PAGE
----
Do Eco-Friendly Reward Programs Make Banks Look Too Green?
Financial institutions realize that adding green cards to their product lines boosts their own corporate environmental credentials. But, on the other hand, banks are reluctant to market green credit cards because they don’t want to appear “too green” or “judgmental of their customers’ behavior, ” the WSJ reports.
The green cards have critics too. The article notes some standard cash-back cards pay up to three percent of total spending whereas these cards contribute under two percent to green initiatives. Leslie Lowe of the Interfaith Center on Corporate Responsibility worries the cards give users an “easy pass” to go do things that are “carbon ridiculous.”
But all of this hasn’t stopped some banks from issuing green cards. For example, GE’s Earth Rewards MasterCard allows users one percent on each purchase to fund GHG reduction projects while BofA’s card program offers to offset one ton of CO2 emissions for every $1,000 cardholders spend.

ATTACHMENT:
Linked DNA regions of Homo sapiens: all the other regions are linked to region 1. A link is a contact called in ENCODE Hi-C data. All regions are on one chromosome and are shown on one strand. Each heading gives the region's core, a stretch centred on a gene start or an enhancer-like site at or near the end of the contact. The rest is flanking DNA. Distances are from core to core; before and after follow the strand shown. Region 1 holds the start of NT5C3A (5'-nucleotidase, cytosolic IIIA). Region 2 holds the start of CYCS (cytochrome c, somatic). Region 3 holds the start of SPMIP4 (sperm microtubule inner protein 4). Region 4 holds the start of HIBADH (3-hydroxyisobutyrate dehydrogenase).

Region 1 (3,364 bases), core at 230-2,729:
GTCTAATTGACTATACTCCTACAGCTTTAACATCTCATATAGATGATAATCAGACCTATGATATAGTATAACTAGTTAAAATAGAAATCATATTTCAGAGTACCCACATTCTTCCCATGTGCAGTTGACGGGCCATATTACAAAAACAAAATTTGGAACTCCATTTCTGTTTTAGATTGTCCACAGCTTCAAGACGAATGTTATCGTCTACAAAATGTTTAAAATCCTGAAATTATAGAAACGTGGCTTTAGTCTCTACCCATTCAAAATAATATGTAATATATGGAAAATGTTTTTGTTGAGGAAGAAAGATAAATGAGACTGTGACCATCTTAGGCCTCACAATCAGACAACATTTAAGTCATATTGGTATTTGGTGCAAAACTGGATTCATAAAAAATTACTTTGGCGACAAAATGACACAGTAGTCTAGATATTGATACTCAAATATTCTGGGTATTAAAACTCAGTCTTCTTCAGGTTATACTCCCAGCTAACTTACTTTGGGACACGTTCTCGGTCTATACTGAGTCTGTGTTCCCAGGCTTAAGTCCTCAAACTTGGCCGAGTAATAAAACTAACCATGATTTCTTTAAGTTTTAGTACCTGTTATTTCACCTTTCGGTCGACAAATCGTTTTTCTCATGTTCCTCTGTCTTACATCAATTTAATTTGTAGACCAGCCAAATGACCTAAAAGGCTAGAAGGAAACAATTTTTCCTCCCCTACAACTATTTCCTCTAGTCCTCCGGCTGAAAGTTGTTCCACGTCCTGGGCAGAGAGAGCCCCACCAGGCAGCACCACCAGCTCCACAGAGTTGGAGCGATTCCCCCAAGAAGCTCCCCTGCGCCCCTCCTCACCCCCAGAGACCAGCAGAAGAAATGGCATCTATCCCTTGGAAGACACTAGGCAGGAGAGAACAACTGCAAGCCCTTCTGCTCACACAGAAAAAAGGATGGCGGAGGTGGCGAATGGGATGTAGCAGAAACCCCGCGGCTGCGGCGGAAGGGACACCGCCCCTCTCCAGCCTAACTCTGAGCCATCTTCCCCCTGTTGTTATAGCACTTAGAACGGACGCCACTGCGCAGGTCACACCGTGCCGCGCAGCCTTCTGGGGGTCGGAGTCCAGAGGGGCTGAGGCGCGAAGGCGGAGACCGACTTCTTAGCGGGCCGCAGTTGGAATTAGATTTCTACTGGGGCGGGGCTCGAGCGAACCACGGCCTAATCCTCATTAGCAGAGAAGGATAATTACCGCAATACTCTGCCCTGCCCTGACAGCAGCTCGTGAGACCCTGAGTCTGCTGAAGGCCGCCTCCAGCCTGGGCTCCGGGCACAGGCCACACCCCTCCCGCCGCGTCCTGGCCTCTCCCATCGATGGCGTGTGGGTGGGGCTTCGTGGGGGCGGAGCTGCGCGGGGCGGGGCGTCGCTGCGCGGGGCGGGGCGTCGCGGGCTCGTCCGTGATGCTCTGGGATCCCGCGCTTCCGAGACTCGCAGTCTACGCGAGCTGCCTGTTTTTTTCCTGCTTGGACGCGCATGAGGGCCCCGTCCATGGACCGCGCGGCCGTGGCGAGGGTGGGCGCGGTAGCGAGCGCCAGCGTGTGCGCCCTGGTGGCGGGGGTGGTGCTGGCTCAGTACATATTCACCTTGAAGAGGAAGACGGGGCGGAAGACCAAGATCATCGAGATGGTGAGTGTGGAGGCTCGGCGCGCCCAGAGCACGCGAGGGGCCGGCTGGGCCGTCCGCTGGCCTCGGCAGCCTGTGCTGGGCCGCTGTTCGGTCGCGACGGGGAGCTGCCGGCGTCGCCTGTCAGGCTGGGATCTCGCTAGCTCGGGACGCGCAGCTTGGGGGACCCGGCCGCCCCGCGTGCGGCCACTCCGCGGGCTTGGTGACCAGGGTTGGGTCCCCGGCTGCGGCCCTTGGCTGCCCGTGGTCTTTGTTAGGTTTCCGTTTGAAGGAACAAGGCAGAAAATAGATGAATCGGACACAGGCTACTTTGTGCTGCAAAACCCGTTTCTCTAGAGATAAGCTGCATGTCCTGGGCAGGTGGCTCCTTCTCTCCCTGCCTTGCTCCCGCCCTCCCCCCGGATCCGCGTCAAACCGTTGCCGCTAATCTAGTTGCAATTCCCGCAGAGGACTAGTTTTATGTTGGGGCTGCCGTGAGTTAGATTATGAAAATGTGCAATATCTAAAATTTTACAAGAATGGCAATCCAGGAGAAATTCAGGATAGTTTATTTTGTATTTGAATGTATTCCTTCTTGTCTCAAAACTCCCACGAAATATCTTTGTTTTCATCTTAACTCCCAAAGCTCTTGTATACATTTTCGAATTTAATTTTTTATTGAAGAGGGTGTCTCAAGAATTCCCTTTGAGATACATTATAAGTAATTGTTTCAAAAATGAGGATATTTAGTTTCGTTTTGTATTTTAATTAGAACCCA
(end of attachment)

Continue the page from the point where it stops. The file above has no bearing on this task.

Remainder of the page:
Energy Manager News
- The Evolution of Customer Renewable Energy Choice
- Target, adidas, Walmart Honored for Efficient Roof-Top Units
- Rising Tide of Energy Storage Floats all Boats
- Better Buildings Alliance Launches Indoor Lighting Campaign for Commercial Buildings
- Scaling of Energy Storage Market Hinges on ESSI Vendors
- CalCom Solar to Deploy 1.1MW at Dairy
- Raritan Combines DCIM, IT Management for Data Centers
- Army to Save $113M Over 19 Years with CHP Plant